what does this mean ?

-> it means we can multiply and divide it safely in the function I detailed above

what if I dont have MSVC++ 7

-> then it is not necessary to use __int64, but you will have to implement the division and multiplication yourself

Share this post


Link to post
Share on other sites
Quote:
Original post by ZedFx
Taken from the windows header files

*** Source Snippet Removed ***

as you can see __int64 is the same as LARGE_INTEGER


Yes. I didn't say it was wrong. Hum. Well. As for today, it is true. But if I have a look to a particular implementation of the STL I'll have überl33t hints to find new way to use my vector. Is it a good idea ?

When an API gives you an abstracted data type to use, it is actually better to use it. Moreover, I think it is actually a very bad idea to tell a beginner to use what I might call "a hack". I don't call it a hack because it is bad, I call it like this because it assumes the knowledge of the internals of the API you are using (in this case, you had to search though the windows header to find it. It is not documented anywhere. A LARGE_INTEGER resolves to a LONGLONG or to a struct, not to a __int64).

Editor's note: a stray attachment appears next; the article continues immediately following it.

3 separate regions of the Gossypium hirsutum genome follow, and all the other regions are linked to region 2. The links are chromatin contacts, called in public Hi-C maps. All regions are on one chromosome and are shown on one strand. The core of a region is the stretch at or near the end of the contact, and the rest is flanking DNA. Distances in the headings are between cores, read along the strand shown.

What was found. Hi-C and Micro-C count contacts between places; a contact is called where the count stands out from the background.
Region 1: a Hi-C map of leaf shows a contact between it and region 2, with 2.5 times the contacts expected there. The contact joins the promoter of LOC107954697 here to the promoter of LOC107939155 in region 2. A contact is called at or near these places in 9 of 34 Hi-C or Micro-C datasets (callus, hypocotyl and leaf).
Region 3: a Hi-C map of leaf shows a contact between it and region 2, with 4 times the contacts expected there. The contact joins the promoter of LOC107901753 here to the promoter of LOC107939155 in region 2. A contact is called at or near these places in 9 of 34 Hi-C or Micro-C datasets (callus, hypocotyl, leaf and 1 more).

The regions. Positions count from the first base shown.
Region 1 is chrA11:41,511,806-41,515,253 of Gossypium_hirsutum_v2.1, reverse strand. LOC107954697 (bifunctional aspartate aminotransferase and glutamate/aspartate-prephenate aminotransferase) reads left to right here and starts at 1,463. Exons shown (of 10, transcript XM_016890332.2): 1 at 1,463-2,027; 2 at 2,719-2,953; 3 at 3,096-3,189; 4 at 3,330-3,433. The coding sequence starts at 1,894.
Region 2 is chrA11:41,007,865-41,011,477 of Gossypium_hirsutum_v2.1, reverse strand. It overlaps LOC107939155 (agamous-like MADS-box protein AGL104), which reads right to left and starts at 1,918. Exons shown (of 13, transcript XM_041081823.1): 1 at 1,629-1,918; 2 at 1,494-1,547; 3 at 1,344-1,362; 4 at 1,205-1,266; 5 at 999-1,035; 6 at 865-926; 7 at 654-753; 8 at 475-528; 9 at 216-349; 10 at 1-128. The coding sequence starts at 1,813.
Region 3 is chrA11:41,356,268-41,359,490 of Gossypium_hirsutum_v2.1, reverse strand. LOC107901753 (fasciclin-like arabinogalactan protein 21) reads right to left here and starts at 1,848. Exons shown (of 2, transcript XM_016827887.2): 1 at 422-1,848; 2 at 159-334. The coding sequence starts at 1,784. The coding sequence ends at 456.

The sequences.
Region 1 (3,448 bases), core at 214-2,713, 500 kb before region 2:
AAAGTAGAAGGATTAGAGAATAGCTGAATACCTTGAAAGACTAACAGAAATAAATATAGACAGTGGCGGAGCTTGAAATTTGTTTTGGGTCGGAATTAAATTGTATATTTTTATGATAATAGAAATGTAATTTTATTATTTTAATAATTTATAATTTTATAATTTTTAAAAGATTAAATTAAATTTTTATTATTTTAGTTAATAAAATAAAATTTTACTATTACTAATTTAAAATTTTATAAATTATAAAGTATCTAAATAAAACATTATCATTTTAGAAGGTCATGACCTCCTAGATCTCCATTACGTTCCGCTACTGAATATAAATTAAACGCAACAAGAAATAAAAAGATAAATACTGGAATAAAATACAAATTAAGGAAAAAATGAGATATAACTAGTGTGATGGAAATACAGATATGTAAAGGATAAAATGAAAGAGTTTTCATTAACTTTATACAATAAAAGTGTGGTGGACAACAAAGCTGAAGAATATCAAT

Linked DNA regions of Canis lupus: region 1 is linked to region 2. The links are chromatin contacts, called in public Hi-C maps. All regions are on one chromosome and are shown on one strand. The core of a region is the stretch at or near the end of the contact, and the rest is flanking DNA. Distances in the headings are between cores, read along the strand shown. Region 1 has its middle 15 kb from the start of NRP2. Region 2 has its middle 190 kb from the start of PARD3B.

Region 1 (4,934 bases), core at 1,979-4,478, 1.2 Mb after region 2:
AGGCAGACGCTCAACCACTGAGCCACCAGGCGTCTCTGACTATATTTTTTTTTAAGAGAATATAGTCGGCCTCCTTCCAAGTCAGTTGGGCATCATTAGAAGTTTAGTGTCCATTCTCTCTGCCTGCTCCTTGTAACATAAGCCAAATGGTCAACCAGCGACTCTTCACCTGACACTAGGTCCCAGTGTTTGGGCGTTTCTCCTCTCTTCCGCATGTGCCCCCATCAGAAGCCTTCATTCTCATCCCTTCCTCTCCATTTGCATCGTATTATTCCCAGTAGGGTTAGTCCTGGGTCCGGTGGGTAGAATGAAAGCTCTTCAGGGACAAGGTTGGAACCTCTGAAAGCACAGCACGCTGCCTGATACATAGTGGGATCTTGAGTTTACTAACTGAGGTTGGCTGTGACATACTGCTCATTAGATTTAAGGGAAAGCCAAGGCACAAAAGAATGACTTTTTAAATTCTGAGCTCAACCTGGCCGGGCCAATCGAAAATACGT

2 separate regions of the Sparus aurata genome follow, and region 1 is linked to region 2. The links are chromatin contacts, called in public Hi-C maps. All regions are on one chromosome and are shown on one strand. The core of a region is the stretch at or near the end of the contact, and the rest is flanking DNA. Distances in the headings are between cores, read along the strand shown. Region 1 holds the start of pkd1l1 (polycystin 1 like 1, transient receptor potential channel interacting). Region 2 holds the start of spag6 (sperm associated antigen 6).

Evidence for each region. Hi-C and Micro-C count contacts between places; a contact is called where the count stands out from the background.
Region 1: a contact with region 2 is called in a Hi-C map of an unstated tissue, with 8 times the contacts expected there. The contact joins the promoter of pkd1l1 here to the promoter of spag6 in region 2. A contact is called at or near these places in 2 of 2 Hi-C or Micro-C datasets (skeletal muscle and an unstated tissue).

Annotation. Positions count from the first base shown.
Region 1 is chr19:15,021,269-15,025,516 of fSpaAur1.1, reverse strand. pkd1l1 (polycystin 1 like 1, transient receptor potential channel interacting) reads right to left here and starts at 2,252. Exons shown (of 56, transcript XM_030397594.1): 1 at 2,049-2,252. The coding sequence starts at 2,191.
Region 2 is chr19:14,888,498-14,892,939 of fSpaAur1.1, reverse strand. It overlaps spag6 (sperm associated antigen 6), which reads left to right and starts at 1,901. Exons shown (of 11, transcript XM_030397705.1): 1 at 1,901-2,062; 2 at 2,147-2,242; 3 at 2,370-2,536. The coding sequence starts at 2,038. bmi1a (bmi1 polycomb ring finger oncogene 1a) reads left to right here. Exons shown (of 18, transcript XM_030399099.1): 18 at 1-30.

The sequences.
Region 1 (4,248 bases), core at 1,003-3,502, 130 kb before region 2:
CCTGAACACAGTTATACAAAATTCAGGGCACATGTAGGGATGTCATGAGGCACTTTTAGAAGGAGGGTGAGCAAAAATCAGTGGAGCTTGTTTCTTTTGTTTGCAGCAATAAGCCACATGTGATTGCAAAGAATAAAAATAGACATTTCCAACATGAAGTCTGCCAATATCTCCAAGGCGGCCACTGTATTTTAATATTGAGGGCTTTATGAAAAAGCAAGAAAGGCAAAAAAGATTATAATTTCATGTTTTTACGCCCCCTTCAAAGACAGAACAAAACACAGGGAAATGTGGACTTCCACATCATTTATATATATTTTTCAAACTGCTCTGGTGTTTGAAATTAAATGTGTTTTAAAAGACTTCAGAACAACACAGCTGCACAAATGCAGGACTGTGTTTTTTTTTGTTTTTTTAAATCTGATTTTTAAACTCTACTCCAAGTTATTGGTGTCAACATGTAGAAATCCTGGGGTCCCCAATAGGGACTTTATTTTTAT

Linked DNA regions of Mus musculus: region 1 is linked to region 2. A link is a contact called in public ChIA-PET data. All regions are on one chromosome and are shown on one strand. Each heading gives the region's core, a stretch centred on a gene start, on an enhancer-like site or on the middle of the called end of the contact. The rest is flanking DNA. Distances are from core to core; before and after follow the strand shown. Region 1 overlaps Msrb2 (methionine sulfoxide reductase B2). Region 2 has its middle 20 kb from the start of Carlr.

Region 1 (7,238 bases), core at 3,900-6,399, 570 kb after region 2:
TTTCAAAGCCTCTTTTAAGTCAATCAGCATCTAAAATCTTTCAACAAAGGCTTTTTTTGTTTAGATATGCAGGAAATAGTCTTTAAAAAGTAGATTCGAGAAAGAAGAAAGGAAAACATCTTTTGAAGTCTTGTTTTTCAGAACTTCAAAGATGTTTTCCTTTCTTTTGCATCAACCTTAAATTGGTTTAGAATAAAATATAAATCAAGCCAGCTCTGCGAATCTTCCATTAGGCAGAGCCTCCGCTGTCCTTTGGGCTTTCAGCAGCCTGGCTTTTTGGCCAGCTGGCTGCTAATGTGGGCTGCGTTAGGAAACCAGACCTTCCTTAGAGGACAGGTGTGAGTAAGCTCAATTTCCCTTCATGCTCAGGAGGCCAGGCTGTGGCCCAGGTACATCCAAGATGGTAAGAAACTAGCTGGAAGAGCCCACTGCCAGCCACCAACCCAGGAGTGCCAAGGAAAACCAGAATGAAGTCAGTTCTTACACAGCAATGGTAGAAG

Plus, you had to add those casts everwhere to enable everything to compile. Will they work if they go to __int128 when they'll release longhorn?

Quote:
Original post by ZedFx
so why use __int64 ?
-> because MSVC++ 7 has built in support for __int64
what does this mean ?
-> it means we can multiply and divide it safely in the function I detailed above
what if I dont have MSVC++ 7
-> then it is not necessary to use __int64, but you will have to implement the division and multiplication yourself


I hope their is support for LONGLONG as well :) More seriously, No offense but this cannot be an argument. Because VC7 supports __int64, I have to use it instead of an abstracted type? If I use gcc then LONGLONG is a typedef to long long. Should I change all my code? Should I make two version of my code to compile on both compiler? Just because they have support for a particular, non standard buitin type?

Hope you get my point, regards,

Share this post


Link to post
Share on other sites
w00000t ! :-) Thanks very much fellas. Yes, it appears that dividing by the frequency can be wuite useful! I really love the friendliness of everyone on these boards :-) Thanks again.